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SOA master class launched by webMethods and ZapThink

Seeking to remedy the dearth of enterprise architects capable of designing service-oriented projects, a vendor and an analyst firm in the SOA space are launching a Web-based educational community intended to help fill the knowledge gap.

With a stated goal of developing skills for enterprise architects and others working on service-oriented architecture projects an unusual alliance between a vendor and an analyst firm is launching a Web 2.0 style online SOA education community.

The thing that is interesting about SOA is that it is not just technology. It's ideas, concepts, architecture.
Miko Matsumura
Vice President of SOA ProductswebMethods, Inc.

Master Class Online, which launches today, is the brain child of Miko Matsumura, vice president of SOA products at webMethods, Inc., with support from Ron Schmelzer, a founder of ZapThink LLC., an analyst firm specializing in SOA and Web services. Matsumura said the need for more SOA education programs was highlighted in ZapThink's "SOA Forecast for 2007," which concluded with the "dire prediction that there simply won't be enough qualified and SOA experienced enterprise architects around."

The greatest stumbling block to the advance of SOA development is not technology, but a "skill gap" that may mean organizations will not have the knowledge needed to design and implement a service-oriented approach to business applications, according to Schmelzer. "The real thing that's holding SOA back is the lack of architectural experience," the analyst said in a recent interview. "Something has to be done. If this gap isn't filled I think the entire movement to service-oriented architecture could basically fail."

Taking this prediction to heart, Matsumura spent the past several months pulling together "Master Class Online," recruiting a faculty of people he refers to as "SOA masters," including David Linthicum of the Linthicum Group and Neil Ward-Dutton of Macehiter Ward-Dutton, as well as Schmelzer and ZapThink's other senior analyst Jason Bloomberg. Working 20-hour days, rolling up his sleeves to do PHP programming, Matsumura built the Web site for the online learning community which features video lectures, hands-on tutorials, as well as Web 2.0 blogs where students can ask questions, get answers from instructors and exchange not only technical information, but ideas and creative concepts.

"The thing that we're really trying to foster here is what I would consider to be a collection of small realizations," Matsumura said. "Traditionally technologies undergo an adoption curve with early adopters and early majority. The thing that is interesting about SOA is that it is not just technology. It's ideas, concepts, architecture. So what we're trying to do is foster and enable people to have realizations and share realizations. We've opted for a model where we have a nucleus of ideas we want to put forth, but the model is very strongly community influenced, so people can engage and foster their own ideas."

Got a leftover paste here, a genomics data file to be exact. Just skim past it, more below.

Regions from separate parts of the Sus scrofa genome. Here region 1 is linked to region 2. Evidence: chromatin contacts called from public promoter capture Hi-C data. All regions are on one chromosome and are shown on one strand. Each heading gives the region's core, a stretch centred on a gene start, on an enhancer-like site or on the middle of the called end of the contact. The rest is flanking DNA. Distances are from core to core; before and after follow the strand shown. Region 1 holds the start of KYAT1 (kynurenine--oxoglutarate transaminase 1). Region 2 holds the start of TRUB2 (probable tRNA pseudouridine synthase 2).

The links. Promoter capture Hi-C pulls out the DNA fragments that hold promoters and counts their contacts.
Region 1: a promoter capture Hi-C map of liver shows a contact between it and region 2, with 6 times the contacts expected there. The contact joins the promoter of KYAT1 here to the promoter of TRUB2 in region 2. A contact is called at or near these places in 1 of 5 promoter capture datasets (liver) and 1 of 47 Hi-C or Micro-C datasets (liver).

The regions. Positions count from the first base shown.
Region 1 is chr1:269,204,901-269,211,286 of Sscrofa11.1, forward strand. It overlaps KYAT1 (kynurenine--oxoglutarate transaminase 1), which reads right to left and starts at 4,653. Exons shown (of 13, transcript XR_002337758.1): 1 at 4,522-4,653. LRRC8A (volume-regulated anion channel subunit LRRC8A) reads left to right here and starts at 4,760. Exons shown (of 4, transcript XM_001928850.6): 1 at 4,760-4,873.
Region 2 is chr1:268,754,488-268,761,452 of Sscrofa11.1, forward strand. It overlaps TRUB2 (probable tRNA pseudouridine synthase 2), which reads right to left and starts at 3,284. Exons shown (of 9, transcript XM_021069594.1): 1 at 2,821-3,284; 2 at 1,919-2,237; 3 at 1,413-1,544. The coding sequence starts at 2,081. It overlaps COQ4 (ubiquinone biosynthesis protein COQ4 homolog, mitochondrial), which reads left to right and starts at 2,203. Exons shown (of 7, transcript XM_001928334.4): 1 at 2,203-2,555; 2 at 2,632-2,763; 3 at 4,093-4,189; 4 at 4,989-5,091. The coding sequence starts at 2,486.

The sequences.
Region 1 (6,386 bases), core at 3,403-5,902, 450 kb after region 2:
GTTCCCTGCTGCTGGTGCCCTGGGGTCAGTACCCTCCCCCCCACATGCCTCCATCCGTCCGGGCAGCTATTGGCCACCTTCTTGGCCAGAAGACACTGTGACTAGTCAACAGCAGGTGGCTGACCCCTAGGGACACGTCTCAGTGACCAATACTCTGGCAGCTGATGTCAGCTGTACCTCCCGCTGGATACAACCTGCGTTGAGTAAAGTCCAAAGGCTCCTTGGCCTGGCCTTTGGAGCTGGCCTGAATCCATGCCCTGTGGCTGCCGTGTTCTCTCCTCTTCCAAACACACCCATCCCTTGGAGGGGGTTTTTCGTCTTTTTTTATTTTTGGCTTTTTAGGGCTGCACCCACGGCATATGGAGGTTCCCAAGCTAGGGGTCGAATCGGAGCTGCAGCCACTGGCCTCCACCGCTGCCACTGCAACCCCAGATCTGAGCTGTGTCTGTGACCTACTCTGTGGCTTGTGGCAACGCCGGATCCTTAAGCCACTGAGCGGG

The Web 2.0 community concept is thus aimed not only at teaching basic SOA skills, but creating a community of people who "get" SOA as a concept and are willing to share not only their knowledge but their creativity and enthusiasm, he said. To this end, the site includes Webinars, video content, syndicated blogs, discussion forums and every topic on the site has integrated functions such as social book-marking and RSS feeds.

Participation in Master Class Online is free and is designed so students can visit it when they want for as long as they want, Matsumura said. He envisions scenarios where someone working on an SOA project might visit the site for information on a specific technical issue. A fledgling architect would be able to obtain the information they need anonymously without betraying an embarrassing lack of knowledge to their bosses or co-workers. They can upgrade their knowledge during their lunch hour or in the evenings and on weekends without needing to ask their company for time off and tuition to travel to a brick-and-mortar learning environment, Matsumura said.

For more information
Check out our SOA Learning Guide

Miko Matsumura on SOA winners and losers for 2000

"It could be their secret weapon," he quipped.

Others may seek to take a more comprehensive approach, working their way through the curriculum which begins in the college-style with 100-level courses in SOA basics, which are vendor and technology neutral, Matsumura said.

The more advanced 200-level courses focus on SOA governance and feature tutorials using the Infravio registry/repository product that webMethods acquired this past summer. While he admits that he would not be disappointed if students decide to use the Infravio technology in their SOA projects after completing this level, Matsumura insists that the much of the knowledge gained would apply to the use of any other governance project.

Students wanting to advance beyond the 200-level are encouraged by Matsumura to consider ZapThink's Master Architect Training and Education programs, that include one-day and multi-day classroom sessions with an opportunity to acquire SOA certification from ZapThink.

Matsumura said classes begin today at SOAMasterClass.com

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